Take a note to the president, says our Tesher, the next time you go to the bank. Tell him or her, she says, that more money should be contributed when "it's so badly needed." Of course, to Tesher, ineffective money spent by government should be matched by ineffective money spent by business.

Of course, it's not just banks that hear the cries of outrage over profit. Capitalist activists should well remember T.J. Rodgers of Cypress Semiconductor defending himself in 1996 against the Sisters of Saint Francis, a group which attacked the company's board for also not being a good "corporate citizen".

This year it's Microsoft. Wired magazine's Jon Katz recently wrote an open letter to Bill Gates asking him to spend a mere $5-  to $9 billion to outfit the nation's schools with computers and Internet access...out of Gates' own, admittedly deep, pockets.

What would this buy Gates and Microsoft, asks Katz? Instead of being attacked as an evil monopoly, Gates and his company would suddenly been seen beneficial aspects of the American economy, more potent than President Bill Clinton himself, who can only talk about doing the same thing.

Gates' money, says Katz, would mark him as a "corporate leader and a nice guy to boot."

The fact that Gates and Microsoft employ thousands of employees, quite a few of whom are extremely well-off thanks to generous stock options; pays millions in taxes; provides world leading software which allows the average person to do their work better; and already gives millions in free personal computers and software to the poor and schools means little to Katz. They need to do even more to prove that they are useful to the United States?

This situation is partly the fault of business itself. The men and women, with only a few exceptions like Rodgers, who run profitable companies are afraid to declare that they have a right to those profits.

Rather than argue that their profits are the material representation of freedom itself and that they have a right to them, the corporate elite of North America rush to justify themselves on the grounds of how much money they give away to worthy causes....causes that are often philosophically opposed to the very business giving them the money.

What do you say to a group of people who will not stand up for their own rights, or may not even know that they are right?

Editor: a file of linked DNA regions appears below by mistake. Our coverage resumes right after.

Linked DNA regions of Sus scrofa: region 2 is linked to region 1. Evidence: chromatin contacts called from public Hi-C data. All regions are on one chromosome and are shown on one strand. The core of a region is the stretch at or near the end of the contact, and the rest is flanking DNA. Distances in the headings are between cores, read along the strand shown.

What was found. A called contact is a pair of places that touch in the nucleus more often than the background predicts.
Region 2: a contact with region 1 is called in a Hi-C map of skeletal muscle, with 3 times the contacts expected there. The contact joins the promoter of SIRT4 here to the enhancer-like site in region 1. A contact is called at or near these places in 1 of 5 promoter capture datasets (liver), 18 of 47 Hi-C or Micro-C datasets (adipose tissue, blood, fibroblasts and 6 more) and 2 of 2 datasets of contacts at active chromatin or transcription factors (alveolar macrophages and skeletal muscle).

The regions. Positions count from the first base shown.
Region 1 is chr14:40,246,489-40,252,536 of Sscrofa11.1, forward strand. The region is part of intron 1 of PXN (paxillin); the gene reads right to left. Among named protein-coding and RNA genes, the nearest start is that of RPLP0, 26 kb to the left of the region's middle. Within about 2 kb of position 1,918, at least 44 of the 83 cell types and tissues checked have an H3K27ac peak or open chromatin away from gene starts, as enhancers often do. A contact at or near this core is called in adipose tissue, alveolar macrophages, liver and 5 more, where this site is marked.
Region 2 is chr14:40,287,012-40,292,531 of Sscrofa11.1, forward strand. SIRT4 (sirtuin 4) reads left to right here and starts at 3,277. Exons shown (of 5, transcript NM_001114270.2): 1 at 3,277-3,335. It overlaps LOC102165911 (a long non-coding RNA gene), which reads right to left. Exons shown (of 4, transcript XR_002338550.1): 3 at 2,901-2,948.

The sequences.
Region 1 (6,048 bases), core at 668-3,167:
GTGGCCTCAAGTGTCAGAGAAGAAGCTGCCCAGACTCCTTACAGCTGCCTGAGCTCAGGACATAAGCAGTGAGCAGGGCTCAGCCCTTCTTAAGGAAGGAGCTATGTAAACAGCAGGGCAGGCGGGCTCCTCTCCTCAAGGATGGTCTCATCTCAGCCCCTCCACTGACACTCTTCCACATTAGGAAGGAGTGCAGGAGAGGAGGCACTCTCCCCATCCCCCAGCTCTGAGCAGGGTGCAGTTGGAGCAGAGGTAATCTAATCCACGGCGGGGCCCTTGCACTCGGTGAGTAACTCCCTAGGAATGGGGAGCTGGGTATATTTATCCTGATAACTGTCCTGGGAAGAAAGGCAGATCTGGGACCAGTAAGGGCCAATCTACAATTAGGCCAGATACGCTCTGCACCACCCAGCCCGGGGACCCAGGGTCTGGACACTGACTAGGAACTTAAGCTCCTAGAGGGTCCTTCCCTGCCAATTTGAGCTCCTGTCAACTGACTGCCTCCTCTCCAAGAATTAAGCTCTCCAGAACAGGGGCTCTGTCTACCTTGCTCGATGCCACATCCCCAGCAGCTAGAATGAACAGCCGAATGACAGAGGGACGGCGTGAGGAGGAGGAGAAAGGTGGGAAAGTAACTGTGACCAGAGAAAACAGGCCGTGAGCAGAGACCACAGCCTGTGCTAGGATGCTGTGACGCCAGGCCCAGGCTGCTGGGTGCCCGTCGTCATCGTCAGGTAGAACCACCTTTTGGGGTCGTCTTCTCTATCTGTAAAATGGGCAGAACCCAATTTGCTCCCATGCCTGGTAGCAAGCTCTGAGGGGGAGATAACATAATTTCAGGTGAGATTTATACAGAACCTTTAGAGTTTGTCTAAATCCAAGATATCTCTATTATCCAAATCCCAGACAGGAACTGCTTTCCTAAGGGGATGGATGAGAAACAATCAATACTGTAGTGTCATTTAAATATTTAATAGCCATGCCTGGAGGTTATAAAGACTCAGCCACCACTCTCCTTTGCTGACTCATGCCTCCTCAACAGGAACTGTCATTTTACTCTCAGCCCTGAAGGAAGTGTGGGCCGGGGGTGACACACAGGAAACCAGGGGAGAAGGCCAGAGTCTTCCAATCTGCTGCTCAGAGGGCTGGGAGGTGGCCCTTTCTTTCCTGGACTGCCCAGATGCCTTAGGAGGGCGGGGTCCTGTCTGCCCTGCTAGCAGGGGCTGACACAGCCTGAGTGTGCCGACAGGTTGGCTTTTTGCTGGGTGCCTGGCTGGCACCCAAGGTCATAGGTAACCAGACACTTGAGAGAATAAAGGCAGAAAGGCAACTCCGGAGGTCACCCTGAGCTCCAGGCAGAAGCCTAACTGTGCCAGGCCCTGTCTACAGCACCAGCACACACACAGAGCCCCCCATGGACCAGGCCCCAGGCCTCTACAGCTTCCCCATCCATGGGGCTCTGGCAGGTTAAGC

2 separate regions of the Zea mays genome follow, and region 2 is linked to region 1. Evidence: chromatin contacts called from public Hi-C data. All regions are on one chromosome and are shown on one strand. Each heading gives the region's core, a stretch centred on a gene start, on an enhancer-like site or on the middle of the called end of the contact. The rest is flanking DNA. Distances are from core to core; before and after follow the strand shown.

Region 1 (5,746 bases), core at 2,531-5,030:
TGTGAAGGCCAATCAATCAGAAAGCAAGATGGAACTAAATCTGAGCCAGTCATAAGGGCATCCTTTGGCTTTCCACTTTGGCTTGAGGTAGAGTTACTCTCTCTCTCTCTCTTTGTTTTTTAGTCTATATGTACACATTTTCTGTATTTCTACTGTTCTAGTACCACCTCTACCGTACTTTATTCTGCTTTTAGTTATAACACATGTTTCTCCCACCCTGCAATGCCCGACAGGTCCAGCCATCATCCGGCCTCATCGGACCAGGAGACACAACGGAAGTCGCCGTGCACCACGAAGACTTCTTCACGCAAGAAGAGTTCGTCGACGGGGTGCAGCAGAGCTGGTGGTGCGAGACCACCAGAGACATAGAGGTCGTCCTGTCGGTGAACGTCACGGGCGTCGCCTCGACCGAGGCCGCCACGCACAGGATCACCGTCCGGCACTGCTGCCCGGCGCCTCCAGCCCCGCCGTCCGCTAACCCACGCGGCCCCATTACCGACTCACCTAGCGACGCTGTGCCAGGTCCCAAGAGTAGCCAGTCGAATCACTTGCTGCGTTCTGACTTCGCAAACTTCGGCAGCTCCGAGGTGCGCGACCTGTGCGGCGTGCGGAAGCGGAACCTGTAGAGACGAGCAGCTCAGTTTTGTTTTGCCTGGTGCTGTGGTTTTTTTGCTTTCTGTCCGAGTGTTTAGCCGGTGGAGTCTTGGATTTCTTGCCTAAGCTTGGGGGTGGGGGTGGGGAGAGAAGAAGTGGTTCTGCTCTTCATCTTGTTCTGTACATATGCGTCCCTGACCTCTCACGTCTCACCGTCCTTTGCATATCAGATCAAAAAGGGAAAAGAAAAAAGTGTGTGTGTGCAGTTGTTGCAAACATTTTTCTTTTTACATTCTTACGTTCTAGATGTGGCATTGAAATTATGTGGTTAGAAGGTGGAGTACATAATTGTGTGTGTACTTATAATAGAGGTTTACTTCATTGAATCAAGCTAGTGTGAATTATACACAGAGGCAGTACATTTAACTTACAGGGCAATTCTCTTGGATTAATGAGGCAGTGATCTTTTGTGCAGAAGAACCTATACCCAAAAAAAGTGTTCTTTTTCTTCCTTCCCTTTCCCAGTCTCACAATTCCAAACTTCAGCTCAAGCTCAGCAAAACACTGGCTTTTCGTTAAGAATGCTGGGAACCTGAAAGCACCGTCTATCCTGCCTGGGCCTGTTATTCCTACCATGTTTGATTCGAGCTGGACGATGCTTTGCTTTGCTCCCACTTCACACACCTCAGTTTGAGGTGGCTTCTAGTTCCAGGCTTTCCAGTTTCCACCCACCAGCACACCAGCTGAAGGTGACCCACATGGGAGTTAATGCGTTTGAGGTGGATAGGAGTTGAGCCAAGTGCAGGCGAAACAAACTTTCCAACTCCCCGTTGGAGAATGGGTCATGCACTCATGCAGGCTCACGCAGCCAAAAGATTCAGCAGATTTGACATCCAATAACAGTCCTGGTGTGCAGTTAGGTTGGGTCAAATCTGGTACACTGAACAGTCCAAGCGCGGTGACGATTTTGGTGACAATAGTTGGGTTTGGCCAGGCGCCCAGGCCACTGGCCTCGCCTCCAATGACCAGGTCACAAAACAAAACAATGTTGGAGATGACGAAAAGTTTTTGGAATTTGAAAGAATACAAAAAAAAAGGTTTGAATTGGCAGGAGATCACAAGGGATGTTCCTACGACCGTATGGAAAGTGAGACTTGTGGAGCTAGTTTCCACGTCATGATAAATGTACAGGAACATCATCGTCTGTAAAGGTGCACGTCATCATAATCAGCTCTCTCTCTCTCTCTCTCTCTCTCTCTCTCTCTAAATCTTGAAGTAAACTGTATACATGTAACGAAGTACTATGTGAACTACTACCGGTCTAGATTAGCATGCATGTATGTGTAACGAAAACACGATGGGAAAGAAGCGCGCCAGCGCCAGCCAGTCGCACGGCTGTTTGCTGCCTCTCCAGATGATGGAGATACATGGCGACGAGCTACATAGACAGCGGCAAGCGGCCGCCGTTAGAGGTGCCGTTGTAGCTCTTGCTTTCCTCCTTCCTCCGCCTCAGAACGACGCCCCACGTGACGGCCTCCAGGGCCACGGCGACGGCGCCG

What does one say to a person who does not know that the very action they engage in, the selling of their goods and services on the free market, to be one of the most basic rights of humanity? What does one say when Joe or Jane Q. Executive does not realize their very morality is being attacked?

When people like Katz and Tesher argue that businesses are not doing their part for society, what they are saying, perhaps without even knowing it, is that those businesses are immoral.

This is an important point. By arguing those businesses are immoral which do not contribute to a level that Katz and Tesher find acceptable, they are also arguing that capitalism itself is immoral. The primary raison d'�tre for a business is the creation of profit, not charity.

Katz and Tesher, and their ilk, may not be capitalist, but their definition of capitalism rests on altruist grounds, that capitalism exists to meet the common good, not the individual good. It is time that we armed our corporate elite with the tools to defend themselves.

Back in the early 1970s a friend of this website helped found an organization which distributed copies of Ayn Rand's Atlas Shrugged to Alberta oilmen with certain parts of the novel underlined. The campaign was designed to inform them of the "looting and the sanction of the victim" that was being aimed at them. By his account, it was successful in the sense that the oilmen understood what the government was really trying to do.

Maybe it's time to resurrect the campaign.